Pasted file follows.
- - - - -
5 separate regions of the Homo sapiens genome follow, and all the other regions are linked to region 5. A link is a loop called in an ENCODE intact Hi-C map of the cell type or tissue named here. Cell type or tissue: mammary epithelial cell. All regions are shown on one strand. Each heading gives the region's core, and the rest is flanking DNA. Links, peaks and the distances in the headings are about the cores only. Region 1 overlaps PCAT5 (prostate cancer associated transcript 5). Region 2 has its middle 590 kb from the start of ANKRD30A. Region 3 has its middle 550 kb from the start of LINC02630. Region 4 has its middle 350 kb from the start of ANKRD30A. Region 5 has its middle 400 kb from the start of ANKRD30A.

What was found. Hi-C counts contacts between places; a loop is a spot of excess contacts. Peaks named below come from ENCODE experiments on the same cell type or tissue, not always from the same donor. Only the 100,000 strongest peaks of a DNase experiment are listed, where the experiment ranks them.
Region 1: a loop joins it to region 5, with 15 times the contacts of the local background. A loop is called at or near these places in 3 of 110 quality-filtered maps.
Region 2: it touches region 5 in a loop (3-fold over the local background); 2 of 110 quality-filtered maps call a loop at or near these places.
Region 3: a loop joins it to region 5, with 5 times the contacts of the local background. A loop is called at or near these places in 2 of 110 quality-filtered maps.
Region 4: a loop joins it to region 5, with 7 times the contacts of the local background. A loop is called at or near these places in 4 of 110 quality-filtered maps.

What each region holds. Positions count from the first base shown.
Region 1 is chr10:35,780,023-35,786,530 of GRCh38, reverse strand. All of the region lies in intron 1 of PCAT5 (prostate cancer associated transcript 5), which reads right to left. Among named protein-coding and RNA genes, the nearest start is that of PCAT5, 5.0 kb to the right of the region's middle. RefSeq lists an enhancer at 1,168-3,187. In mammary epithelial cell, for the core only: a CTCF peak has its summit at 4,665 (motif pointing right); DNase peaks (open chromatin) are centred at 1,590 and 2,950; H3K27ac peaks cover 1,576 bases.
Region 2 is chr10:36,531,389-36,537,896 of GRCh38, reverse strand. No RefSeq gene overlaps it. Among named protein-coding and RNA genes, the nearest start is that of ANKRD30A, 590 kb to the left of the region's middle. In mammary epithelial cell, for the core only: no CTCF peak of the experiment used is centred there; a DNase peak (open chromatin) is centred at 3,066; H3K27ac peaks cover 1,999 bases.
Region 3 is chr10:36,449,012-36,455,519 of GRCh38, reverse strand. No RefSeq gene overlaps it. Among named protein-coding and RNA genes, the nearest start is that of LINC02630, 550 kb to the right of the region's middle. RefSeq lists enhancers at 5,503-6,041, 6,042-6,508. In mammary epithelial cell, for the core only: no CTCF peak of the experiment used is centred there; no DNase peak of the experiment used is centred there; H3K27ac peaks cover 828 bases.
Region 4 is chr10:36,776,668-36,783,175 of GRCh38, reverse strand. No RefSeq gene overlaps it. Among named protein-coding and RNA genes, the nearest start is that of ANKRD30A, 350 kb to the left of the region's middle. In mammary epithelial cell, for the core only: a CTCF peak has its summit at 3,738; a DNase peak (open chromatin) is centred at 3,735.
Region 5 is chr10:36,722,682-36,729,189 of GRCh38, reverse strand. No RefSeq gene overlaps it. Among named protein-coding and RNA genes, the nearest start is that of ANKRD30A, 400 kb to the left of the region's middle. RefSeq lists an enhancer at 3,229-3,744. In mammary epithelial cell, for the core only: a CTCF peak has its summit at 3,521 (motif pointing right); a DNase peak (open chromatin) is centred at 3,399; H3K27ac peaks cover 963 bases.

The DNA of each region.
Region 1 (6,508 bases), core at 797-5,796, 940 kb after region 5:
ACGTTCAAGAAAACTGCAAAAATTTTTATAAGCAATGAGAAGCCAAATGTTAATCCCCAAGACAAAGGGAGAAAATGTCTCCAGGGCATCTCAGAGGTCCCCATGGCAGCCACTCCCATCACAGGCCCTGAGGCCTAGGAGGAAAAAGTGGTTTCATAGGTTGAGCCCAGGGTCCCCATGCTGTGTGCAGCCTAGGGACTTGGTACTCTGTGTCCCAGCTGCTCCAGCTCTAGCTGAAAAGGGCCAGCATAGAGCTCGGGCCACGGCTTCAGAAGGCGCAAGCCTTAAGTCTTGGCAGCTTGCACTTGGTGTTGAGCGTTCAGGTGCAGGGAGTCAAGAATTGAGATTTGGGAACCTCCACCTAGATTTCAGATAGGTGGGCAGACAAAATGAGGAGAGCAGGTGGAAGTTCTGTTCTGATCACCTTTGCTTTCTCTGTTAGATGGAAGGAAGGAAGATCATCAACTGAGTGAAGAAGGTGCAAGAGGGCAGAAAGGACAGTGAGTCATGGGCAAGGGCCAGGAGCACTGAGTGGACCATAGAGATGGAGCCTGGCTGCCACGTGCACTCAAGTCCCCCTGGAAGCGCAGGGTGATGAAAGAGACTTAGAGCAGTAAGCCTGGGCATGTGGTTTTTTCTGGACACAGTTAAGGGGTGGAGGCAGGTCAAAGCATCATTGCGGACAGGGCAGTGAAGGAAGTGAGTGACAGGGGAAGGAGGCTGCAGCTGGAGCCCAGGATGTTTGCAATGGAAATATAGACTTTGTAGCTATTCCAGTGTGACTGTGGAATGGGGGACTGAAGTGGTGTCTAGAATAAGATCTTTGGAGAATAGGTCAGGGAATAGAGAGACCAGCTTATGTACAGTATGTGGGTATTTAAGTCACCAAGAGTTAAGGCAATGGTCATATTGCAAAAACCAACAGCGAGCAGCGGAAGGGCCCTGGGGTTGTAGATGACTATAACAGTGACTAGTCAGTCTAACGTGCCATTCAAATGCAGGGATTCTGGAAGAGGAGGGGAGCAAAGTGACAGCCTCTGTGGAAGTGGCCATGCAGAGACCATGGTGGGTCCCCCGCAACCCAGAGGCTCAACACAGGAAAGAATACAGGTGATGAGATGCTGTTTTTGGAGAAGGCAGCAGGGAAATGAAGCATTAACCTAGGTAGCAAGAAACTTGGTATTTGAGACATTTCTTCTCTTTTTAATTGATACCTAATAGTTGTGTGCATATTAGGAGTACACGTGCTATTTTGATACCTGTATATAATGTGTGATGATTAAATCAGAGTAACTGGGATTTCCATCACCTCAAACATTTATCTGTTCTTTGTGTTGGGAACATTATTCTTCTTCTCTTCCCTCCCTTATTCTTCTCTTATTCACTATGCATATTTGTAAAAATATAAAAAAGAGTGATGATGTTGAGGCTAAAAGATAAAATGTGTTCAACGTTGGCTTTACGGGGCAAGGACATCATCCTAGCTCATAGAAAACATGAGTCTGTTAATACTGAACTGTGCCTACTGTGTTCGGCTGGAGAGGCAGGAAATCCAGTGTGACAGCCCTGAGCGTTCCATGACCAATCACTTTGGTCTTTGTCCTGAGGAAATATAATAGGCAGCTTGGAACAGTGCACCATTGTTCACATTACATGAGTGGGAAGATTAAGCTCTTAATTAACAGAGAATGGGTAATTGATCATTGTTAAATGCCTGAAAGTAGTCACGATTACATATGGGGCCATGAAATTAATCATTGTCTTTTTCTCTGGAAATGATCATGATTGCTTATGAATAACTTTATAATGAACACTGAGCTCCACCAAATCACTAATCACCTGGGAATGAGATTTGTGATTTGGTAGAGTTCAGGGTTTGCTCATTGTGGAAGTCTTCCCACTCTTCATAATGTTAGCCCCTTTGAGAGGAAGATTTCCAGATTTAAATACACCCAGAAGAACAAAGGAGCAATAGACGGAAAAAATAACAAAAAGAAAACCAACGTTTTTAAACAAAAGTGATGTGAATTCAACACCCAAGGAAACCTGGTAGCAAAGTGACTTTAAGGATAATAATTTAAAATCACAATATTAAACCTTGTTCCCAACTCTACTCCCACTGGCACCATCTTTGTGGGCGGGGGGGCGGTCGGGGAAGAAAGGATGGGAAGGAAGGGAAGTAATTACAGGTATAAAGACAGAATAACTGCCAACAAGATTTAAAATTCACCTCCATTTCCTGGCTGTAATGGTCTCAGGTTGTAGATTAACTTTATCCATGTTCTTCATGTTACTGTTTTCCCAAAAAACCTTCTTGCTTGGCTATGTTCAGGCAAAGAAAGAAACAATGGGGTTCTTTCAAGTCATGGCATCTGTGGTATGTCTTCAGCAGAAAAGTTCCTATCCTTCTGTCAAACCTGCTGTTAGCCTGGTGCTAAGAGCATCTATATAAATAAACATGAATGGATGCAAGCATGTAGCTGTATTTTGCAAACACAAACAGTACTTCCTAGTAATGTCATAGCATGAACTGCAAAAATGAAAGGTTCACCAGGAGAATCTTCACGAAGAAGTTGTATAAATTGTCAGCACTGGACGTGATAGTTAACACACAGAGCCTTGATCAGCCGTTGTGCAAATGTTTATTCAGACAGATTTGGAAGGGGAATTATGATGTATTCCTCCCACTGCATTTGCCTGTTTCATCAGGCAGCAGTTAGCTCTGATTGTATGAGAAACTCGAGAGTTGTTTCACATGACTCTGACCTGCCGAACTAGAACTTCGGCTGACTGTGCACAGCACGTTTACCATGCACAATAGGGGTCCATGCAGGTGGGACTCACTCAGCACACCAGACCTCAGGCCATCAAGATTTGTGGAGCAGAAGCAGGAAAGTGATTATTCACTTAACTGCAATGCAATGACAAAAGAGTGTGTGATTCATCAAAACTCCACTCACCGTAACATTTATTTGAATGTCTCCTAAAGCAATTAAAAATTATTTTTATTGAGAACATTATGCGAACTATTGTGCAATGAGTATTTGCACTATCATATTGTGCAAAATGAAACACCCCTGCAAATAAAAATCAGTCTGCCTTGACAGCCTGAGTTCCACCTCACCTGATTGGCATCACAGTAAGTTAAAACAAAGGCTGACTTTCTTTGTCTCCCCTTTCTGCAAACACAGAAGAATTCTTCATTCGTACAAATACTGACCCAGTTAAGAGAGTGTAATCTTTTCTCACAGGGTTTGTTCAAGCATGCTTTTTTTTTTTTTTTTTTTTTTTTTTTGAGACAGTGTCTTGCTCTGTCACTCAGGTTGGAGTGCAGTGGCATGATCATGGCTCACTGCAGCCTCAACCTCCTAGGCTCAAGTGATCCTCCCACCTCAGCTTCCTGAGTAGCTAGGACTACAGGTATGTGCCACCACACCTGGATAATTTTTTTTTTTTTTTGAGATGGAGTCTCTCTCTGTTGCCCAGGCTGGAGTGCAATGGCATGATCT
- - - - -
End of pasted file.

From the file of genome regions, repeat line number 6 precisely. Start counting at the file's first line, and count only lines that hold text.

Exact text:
Region 4: a loop joins it to region 5, with 7 times the contacts of the local background. A loop is called at or near these places in 4 of 110 quality-filtered maps.